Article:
Soldiers just got one step closer to getting their hands on the Army’s newest game-changing heads-up display.
The Army announced on Wednesday that it awarded Microsoft a contract to move the Integrated Visual Augmentation System (IVAS) to “production and rapid fielding.” The futuristic goggles are expected to seriously increase soldiers’ situational awareness and communication, and has been one of Army Future Command’s most anticipated developments.
It’s also a piece of tech that soldiers never “imagined we would see in our careers,” said Sgt. John Martin, a soldier in the 3rd Infantry Division.
“It’s futuristic technology that we’ve all talked about and seen in movies and video games, but it’s something that we never imagined we would have the chance to fight with,” said Martin, a Bradley master gunner, in a February press release. “It’s definitely technology that we are really excited to use as soon as they can get it to us.”
According to the Army’s announcement, the contract is for 10 years and could ultimately be worth as much as $21.88 billion. As for when soldiers will start getting their hands on the IVAS, the Army is planning to start getting the high-tech goggles out to soldiers later this year.
Army Futures Command held its third soldier touchpoint with the IVAS in October last year, getting feedback from soldiers with the 82nd Airborne Division and a handful of Marines to help perfect the system’s development. The service members tested a more rugged version of the IVAS throughout company-size training events at Fort Pickett, Virginia, which included things like land navigation, trench clearing, and rapid target acquisition.
The goggles, based on Microsoft’s HoloLens, use augmented reality to project a life-like training environment for soldiers so they can efficiently train ahead of missions; they’re also outfitted with features like high-resolution night vision, and will even help soldiers translate written foreign languages on the spot.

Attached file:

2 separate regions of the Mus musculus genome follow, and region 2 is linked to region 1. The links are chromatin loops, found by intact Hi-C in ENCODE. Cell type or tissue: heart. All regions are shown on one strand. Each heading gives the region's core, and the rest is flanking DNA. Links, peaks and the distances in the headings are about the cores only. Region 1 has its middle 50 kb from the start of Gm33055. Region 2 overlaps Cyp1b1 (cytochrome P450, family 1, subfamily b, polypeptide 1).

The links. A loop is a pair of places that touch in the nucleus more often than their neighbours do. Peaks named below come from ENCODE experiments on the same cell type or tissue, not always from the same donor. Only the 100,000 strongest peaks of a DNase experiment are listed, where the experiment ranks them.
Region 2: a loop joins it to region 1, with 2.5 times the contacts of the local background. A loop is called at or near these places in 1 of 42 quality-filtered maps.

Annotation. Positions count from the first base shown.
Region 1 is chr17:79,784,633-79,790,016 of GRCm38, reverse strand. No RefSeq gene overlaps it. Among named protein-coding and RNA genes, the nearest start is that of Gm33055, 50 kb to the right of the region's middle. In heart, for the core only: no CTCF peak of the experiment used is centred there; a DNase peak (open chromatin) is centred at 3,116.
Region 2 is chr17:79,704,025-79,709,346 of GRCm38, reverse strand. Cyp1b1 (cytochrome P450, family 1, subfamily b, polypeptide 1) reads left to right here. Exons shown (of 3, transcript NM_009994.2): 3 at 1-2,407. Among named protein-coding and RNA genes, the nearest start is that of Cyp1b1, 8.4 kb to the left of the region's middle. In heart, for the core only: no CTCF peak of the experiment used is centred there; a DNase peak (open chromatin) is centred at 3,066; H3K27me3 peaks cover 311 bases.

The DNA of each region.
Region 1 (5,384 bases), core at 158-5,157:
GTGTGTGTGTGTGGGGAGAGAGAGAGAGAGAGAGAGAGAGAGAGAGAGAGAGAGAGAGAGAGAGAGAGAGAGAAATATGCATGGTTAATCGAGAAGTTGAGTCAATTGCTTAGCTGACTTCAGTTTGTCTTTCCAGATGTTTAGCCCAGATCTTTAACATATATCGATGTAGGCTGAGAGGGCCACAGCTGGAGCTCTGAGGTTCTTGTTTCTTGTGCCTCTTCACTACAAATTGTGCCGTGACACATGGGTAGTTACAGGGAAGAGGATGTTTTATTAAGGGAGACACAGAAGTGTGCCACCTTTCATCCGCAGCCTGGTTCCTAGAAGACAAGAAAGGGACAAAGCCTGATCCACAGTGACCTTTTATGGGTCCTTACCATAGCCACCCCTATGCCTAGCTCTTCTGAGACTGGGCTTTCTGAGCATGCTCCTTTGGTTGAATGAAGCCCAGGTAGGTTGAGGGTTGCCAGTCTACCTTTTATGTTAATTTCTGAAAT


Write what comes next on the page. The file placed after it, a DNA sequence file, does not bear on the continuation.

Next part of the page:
The Army found a different use for the IVAS last year at the start of the novel coronavirus (COVID-19) outbreak, having soldiers at Fort Benning use the IVAS’ thermal sensors to “rapidly assess” other soldiers’ temperatures as they arrived for basic training.
Touchpoints like the one last year are part of the Army’s ongoing plan to put soldiers’ needs at the forefront of a product’s design to make sure it’s actually useful and efficient for the troops who will eventually use it. Brig. Gen. Tony Potts, the director of PEO Soldier, said last year in a statement that they have already “learned so much” from this process.
“If we want to develop systems at the speed of relevance and systems that our soldiers want to use,” Potts said. “This is the way we have to do it … Our real desire is to let soldiers design it, and then our engineers build what they design.”
Featured photo: Soldiers don the Capability Set 3 (CS3) militarized form factor prototype of the Army’s Integrated Visual Augmentation System (IVAS) and wield a Squad immersive Virtual Trainer (SiVT) during a training environment test event at its third Soldier Touchpoint (STP 3) at Fort Pickett, Virginia. (Courtney Bacon/PEO Soldier)